Common stock shareholders of a public company have certain rights relating to their equity investment, and among the most important of them is the right to vote on certain corporate law issues. Shareholders usually have voting rights in elections to the Board of Directors and on the proposed operational changes, such as changes in corporate goals or major structural changes.
Shareholders also have the right to vote on issues that directly affect their stock because the company makes a stock split or a proposed merger or acquisition. They can also have the right to vote on Executive compensation packages and other administrative issues.
Ordinary shares of ownership always carries the right to vote, but the nature of the rights and specific issues, shareholders have the right to vote may differ greatly from one company to another. Some companies to provide shareholders the right to one vote per share, thus giving shareholders with increased investment in the company a greater role in corporate decision-making.
In addition, each shareholder has one vote, regardless of how many company shares he or she owns. Shareholders may exercise their right to vote at the annual General meeting of the Corporation or special meeting in order to vote, or by proxy. Power of attorney is sent to shareholders together with their invitation to participate in the shareholders meeting. These forms are listed and described all matters on which shareholders are entitled to vote. The shareholder is entitled to fill out a form and send his or her vote on issues instead of voting personally.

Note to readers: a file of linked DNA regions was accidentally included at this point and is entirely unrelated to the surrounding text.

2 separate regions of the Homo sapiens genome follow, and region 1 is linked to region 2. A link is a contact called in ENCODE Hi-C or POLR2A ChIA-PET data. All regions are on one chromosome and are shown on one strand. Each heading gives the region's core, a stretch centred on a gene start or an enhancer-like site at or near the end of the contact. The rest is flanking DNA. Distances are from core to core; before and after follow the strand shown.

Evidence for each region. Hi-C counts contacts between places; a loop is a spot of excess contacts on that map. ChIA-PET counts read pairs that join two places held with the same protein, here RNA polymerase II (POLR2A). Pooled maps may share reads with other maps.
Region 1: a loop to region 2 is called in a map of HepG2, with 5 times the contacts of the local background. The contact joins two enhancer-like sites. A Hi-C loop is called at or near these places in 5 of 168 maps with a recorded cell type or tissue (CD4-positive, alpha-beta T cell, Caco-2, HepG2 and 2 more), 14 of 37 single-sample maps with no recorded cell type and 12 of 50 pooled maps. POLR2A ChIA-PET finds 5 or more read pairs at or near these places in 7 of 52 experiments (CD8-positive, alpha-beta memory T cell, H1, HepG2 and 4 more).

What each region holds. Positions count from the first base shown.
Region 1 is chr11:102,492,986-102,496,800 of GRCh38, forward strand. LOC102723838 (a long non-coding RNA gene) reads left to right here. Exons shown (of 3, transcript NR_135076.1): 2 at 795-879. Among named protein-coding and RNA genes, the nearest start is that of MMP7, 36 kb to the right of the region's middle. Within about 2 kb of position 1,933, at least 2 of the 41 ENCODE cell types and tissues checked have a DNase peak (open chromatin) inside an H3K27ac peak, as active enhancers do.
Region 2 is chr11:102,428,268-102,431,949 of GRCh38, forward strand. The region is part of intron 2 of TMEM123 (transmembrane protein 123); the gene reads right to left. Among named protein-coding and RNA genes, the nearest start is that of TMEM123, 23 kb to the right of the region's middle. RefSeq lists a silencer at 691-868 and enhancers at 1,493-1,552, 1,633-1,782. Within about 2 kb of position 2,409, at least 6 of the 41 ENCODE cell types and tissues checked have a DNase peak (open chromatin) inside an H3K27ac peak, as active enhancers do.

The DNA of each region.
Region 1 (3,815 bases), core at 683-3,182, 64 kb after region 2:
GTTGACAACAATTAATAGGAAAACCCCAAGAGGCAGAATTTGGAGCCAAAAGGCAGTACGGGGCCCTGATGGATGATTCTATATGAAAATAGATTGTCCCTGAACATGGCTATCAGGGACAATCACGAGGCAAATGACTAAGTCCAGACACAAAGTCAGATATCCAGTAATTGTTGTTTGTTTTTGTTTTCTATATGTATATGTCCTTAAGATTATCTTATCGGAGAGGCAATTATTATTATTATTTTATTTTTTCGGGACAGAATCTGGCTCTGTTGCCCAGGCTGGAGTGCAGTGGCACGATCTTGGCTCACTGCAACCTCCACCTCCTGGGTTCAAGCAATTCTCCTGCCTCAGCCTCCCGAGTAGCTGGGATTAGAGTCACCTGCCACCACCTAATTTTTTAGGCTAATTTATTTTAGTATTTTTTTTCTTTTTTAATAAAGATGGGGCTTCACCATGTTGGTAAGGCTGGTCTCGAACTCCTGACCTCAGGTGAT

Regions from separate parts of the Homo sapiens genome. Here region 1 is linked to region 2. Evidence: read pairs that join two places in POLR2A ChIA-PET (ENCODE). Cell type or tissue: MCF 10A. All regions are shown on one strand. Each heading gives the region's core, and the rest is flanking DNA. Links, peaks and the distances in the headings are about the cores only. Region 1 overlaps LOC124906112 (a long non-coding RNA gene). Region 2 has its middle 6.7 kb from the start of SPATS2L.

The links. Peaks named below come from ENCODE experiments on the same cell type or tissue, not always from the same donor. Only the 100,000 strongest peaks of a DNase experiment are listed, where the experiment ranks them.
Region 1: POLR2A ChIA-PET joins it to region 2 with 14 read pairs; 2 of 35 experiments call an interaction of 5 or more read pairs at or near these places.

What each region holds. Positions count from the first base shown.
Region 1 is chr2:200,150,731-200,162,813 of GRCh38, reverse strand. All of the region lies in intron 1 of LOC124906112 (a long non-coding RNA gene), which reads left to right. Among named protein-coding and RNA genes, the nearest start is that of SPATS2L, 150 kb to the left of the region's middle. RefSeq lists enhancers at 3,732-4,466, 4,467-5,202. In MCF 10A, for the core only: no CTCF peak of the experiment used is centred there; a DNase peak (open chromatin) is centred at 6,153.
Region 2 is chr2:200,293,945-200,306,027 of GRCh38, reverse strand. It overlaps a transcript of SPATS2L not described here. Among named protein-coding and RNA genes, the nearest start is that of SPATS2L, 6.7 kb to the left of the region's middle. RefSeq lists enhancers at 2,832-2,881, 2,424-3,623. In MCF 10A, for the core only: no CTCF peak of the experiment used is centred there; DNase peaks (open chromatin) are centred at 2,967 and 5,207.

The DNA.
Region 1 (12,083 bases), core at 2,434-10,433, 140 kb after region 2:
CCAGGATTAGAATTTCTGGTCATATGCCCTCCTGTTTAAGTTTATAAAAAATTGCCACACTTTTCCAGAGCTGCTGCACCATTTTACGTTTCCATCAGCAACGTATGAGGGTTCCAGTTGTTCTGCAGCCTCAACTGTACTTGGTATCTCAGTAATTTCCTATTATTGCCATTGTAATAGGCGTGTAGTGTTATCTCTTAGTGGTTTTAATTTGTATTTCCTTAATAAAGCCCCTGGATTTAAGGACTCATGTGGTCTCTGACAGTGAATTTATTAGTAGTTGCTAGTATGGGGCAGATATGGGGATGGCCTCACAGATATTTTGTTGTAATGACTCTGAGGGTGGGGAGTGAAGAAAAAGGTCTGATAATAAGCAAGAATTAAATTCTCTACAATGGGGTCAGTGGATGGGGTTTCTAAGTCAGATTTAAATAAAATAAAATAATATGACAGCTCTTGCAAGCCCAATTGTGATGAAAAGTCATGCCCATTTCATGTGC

Because the issues on which shareholders may vote, at least in part, determine the profitability of the company in the future, the right to vote in such matters to give shareholders the opportunity to influence the success of their investment. The decisions taken at the annual meeting of shareholders may be the deciding factor in whether a company’s share price subsequently doubled or reduced by 50%. Therefore, it is important for shareholders to seize the opportunity to positively influence corporate direction.
Shareholders should consider carefully the proposals that were submitted for a vote. For example, there may be proposals for the company to take action that amounts to the creation of a “poison pill” designed to thwart a possible joining another firm. While such proposals may be useful for staff, corporate management, they may not always be in the interests of shareholders, which could realise significant capital gains from shares in case of takeover. Any proposed changes in the Charter of the company should be carefully considered, as should the proposals of the management company to change the legal or accounting firms.
The proposed stock option plans or a stock split can have a significant impact on the value of existing shares, and therefore, such proposals deserve careful analysis on the part of shareholders to vote. Another element to analyze shareholder is the report of the remuneration Committee of the company. Investors should review the company’s compensation plan to determine such things as the overall reasonableness of Executive compensation packages and how to effectively bonuses tied to actual performance.